Press Release: Summons against the Prime Minister

Official Press Release

London, 25st March 2019

Summons Document David Wolchover Article

On Friday 22 March 2019, the barrister David Wolchover attended City of Westminster Magistrates' Court on his own behalf and that of Professor Joshua Silver of Oxford University, in order to apply to the magistrates for a summons against Theresa May alleging she is guilty of the Common law indictable offence of Misconduct in Public Office. The offence carries a maximum penalty of Life Imprisonment.

Following submissions at a short formal hearing the application was adjourned to 2pm on Tuesday April 9th for a full oral hearing in front of the Deputy Senior District Judge for England and Wales.

The statutory basis of the European Referendum 2016 was that it was merely “advisory.” This meant that in determining government policy on whether to commence the process of taking the UK out of the EU by activating Article 50 of the Treaty of European Union the Prime Minister and her cabinet were constitutionally bound to review all relevant factors, not merely the outcome of the Referendum.

Those factors chiefly consisted of expert assessments of the impact of the UK’s departure from the EU. But the evidence shows that in activating Article 50 on March 29, 2017, the Prime Minister wilfully ignored all such assessments and wrongly made her decision
exclusively on the outcome of the Referendum, namely the statistically insignificant slight tilt in favour of leaving.

In doing so she well knew that she was in breach of her fundamental constitutional obligations. In short, she deliberately broke the law with potentially catastrophic consequences.

Additional Information

The summary of the circumstances as set out in the application for summons of Theresa May are as follows:
  1. In pursuance of the European Union Referendum Act 2015 (EURA) the EU Referendum was held on 23 June, 2016. Of those who participated in the ballot 51.89 per cent voted in favour of the United Kingdom withdrawing from the Union as against 48.11 per cent voted to remain. Those voting to leave represented no more than 37 per cent of the registered electorate.
  2. Constitutionally, the Referendum was merely advisory (and not binding). As such it could only be influential in guiding the formation of government policy on the question of whether the UK ought to remain in or leave the European Union.
  3. Nonetheless Government ministers have consistently sought to treat the outcome as decisive rather than influential, pledging themselves to honour “or respect” – that is to say, to implement – the majority opinion of those who cast their votes in the ballot.
  4. Those statements enjoyed no more than political force, as the Supreme Court confirmed in the case of Miller v The Secretary of State for Departing from the European Union (hereafter Miller). However, they did not exempt the government from the fundamental and conventional duty required in all reasonable and proper policy-formation and decision making, of considering all relevant factors.
  5. As the Administrative Court held in the case of Webster v The Secretary of State for Departing from the European Union, section 1(1) of the European Union (Notice of Withdrawal) Act authorised (but did not command) the defendant, in her capacity of Prime Minister of the United Kingdom, to make the withdrawal decision on behalf of the United Kingdom in accordance with Article 50(1) of the Treaty on European Union. In pursuance of that delegated power, the defendant, on 29 March 2017, wrote to Donald Tusk,  President of the Council of Europe, notifying him under Article 50(2), TEU, of the United Kingdom’s intention to withdraw from the European Union.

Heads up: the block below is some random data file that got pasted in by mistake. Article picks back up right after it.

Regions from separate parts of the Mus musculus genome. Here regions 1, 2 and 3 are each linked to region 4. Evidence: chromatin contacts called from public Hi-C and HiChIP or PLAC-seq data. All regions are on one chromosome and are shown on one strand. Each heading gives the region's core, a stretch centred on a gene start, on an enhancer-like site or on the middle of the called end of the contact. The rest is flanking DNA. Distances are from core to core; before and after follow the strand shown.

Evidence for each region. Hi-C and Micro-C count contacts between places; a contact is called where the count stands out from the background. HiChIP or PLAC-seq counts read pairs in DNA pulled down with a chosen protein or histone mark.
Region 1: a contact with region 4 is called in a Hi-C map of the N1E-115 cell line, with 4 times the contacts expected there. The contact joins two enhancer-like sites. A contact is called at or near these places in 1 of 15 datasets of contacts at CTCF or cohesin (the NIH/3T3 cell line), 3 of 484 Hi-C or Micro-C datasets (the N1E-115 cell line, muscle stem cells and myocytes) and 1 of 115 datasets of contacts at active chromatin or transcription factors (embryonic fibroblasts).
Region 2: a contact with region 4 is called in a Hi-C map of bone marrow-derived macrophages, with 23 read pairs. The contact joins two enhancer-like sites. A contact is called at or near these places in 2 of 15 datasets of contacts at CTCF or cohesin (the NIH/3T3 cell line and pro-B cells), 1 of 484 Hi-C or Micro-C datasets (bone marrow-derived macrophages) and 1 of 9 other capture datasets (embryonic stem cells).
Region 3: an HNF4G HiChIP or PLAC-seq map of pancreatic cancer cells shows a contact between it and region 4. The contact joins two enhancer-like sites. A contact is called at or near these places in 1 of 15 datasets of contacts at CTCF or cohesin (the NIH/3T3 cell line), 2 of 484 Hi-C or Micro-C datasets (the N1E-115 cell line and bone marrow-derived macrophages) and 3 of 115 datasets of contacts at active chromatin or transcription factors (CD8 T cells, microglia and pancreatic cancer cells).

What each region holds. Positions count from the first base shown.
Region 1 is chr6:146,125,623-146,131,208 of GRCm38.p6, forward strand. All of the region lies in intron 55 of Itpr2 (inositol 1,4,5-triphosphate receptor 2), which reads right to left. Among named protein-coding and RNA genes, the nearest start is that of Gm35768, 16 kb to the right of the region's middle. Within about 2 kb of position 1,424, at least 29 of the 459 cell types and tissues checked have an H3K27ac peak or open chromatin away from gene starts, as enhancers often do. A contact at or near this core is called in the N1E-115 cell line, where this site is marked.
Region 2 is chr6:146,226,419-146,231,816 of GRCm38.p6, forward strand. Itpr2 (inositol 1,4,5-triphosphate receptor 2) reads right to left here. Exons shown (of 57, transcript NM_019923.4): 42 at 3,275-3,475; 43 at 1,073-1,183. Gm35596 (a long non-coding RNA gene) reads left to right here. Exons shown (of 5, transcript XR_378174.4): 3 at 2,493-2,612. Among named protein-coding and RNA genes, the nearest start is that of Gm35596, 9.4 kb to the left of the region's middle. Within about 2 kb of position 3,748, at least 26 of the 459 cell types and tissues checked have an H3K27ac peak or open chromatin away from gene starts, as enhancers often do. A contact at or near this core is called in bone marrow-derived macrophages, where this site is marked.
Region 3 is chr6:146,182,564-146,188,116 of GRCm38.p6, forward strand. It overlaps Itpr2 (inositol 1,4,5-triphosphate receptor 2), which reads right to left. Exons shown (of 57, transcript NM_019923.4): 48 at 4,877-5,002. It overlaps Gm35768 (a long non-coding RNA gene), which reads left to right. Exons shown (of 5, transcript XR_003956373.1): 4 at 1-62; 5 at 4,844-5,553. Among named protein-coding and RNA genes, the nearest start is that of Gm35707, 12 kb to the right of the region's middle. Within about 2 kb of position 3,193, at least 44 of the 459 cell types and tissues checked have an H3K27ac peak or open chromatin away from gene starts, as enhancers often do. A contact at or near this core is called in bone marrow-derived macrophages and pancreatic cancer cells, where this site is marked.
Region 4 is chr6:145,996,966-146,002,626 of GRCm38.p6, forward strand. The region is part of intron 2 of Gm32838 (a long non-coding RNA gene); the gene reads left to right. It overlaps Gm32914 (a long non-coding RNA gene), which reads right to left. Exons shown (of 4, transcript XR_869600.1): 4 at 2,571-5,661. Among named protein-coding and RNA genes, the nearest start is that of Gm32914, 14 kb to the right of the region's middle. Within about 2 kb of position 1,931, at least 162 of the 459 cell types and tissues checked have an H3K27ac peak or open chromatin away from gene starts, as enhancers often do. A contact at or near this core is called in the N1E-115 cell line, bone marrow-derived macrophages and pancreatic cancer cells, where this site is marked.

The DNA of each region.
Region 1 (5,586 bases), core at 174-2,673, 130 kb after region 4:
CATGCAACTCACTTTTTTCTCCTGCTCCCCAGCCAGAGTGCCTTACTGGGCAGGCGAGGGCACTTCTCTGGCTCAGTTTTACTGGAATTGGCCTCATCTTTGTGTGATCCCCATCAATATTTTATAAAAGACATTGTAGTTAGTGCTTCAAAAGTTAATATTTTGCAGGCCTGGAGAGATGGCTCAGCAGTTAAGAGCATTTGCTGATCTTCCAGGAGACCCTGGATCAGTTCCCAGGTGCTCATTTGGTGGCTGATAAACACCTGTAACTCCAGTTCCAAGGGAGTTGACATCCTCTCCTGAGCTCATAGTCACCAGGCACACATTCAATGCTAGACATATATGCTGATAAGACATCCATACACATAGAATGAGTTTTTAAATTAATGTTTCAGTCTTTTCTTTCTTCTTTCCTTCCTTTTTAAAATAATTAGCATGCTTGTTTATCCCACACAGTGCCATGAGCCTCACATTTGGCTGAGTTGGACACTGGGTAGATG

6. In making the withdrawal decision in pursuance of her delegated power the defendant failed to pay any significant or systematic regard to any factors relevant to the decision, notably a range of political, economic, social, strategic and security impact assessments likely to follow withdrawal.
  7. This was in spite of the fact that she was obligated to do so (a) by the statutory nonbinding nature of the referendum and (b) by the inherent obligation of good and effective governance requiring an informed and comprehensive review of relevant and reasonably tangible predictions.
  8. The evidence of such failure emerges (a) from the many equivocations and inconsistent statements uttered by ministers on the floor of the House of Commons (described in the annexed article) and (b) from a Freedom of Information disclosure by the Cabinet Office on 23 January 2019 revealing that no impact assessments of the kind comprehensively detailed in the FOI request are held on file in the Cabinet Office, which they would assuredly have been had the Prime Minister perused any such assessments.
  9. The consequences of the defendant’s failure to consider the impact of activating Article 50 are now being demonstrated graphically by the turmoil and negative predictions being reported on a daily basis.
  10. The defendant’s failure was so serious and so knowing and deliberate as to amount to the offence of Misconduct in Public Office.

The detailed argument is set out in David Wolchover’s short treatise “Did activating Article 50 constitute an indictable offence?” published in the New Law Journal on 12th March 2019 and accessible here: